The Pevensies and Aslan save the day; the four are crowned as monarchs over all Narnia and they grow into adults.   One day while out hunting, they chance to find their way back to our world… to find that no time has passed, and they are children again.  As with Fairyland, the passage of time between the two worlds is not consistent:  but unlike the typical homecoming from Faerie, in this case the passage of years does not return home with the travellers.

Prince Caspian:

Centuries have passed in Narnia, but only a year for Peter, Susan, Edmund and Lucy – the four young heroes of the first book.  Things have not gone well for the land in their absence.  Foreign conquerors have occupied Narnia and done their best to eradicate the talking beasts and the indigenous magical beings – the Old Narnians.  Young Prince Caspian, for example, has been brought up believing that Old Narnians are nothing more than unhealthy myths.  He comes to understand that the Old Narnians really exist, and he also becomes an extraneous prince, with the usual risks that entails.  He leaves home to lead the rebellion (and save his own neck in the process).  The four Pevensie children step in and help save the day again.  In a glorious, giddy and terrible rout, the old powers awaken and repossess the land.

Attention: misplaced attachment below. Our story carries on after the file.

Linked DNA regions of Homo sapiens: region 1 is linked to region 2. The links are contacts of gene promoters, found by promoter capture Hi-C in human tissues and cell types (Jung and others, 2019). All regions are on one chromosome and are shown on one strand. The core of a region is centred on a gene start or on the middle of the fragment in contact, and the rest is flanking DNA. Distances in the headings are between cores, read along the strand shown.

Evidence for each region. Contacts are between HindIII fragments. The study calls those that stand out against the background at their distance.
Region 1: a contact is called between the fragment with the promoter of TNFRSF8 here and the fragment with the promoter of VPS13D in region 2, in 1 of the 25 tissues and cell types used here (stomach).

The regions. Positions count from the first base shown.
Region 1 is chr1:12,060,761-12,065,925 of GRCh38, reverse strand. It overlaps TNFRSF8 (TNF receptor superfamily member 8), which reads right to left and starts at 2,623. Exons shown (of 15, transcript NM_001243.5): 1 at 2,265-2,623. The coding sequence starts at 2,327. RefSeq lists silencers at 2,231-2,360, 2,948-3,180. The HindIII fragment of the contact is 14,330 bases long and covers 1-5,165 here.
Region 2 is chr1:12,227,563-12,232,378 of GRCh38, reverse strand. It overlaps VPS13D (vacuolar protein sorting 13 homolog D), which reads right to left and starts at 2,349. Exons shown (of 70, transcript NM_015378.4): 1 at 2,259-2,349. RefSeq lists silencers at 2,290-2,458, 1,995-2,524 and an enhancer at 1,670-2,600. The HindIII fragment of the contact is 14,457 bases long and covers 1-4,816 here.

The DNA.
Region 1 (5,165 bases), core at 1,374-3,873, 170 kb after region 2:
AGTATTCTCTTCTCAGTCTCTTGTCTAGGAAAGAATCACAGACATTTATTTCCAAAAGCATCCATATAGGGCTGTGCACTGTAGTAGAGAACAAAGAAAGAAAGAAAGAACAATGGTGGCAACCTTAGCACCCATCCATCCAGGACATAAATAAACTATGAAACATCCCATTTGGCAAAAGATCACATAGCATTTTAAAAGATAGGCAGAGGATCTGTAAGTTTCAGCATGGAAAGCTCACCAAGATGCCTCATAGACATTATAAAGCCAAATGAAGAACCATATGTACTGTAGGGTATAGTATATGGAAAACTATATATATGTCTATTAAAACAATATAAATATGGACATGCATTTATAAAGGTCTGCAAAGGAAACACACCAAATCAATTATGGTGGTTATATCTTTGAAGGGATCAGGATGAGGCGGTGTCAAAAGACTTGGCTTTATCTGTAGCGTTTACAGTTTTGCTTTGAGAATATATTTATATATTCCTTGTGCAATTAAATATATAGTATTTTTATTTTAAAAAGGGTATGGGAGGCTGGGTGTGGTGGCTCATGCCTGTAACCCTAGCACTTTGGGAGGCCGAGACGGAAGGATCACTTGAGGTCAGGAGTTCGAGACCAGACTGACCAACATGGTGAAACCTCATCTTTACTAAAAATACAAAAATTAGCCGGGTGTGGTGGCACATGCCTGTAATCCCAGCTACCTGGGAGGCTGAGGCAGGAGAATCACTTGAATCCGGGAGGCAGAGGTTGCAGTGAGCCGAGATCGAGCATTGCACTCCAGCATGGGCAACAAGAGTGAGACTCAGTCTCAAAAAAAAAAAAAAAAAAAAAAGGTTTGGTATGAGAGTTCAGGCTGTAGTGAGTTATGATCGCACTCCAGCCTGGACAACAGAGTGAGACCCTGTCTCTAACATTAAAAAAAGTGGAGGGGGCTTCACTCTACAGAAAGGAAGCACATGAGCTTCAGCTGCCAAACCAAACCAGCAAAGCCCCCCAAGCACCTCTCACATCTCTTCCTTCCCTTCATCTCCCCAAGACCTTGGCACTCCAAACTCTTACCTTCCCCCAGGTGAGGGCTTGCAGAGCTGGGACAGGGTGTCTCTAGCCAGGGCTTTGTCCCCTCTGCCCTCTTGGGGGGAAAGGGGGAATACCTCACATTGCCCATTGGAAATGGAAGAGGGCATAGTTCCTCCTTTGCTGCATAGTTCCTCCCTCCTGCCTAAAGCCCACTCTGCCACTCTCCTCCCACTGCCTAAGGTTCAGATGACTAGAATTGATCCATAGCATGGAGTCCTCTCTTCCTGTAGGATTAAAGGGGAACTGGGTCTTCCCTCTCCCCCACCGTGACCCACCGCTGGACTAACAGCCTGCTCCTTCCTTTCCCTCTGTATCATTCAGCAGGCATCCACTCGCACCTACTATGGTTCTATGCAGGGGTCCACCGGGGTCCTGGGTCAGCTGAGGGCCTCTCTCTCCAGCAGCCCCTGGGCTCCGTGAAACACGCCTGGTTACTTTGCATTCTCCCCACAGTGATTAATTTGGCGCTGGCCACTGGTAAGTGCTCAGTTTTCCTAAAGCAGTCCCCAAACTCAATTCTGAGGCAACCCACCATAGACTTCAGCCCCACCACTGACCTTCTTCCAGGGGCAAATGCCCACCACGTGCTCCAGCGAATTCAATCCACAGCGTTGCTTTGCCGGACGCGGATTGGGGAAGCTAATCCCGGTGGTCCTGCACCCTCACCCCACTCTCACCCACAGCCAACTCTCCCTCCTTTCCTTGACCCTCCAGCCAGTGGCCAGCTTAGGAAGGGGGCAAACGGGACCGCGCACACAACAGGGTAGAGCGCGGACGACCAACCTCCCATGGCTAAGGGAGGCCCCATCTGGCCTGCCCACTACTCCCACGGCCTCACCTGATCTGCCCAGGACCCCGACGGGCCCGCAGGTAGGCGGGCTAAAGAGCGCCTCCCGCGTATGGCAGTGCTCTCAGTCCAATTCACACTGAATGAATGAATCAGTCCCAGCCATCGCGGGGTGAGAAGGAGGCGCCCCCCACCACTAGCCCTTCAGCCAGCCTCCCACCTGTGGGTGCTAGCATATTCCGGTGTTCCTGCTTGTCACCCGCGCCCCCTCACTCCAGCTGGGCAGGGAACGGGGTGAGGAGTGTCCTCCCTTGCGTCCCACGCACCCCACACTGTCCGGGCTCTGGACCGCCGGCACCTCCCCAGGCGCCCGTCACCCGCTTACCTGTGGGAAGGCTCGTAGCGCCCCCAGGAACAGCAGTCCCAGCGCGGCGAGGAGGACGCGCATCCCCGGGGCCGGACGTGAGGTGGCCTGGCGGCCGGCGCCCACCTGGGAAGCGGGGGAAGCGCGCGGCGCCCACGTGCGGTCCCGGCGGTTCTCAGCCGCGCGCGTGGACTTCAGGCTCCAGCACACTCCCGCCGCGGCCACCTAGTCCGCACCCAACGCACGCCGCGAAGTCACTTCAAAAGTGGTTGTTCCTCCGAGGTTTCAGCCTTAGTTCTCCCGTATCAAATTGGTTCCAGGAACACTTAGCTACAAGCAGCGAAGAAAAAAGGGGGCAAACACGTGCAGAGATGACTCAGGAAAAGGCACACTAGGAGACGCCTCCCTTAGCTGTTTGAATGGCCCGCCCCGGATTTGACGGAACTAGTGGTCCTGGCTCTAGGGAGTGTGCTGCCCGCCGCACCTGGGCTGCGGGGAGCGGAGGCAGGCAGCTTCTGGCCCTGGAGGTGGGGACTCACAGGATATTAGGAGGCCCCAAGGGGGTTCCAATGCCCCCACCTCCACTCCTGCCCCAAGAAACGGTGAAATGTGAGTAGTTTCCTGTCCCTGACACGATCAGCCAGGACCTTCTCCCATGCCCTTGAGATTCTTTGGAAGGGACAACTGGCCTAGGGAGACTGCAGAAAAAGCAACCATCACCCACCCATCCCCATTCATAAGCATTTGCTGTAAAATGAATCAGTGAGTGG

I was visiting a friend while he happened to be watching the movie adaptation of this one, so I saw more of it than I cared to:  I’ll limit myself to a few comments:

1. Setting up a romantic interest between Caspian and Susan was inexcusably lame …and utterly predictable Hollywood thinking.

2. The scene of the river god breaking loose is infinitely less spectacular in the book, but manages to be far more powerful.   That’s a comparison worth examining for its implications regarding the nature of artistic and dramatic effect.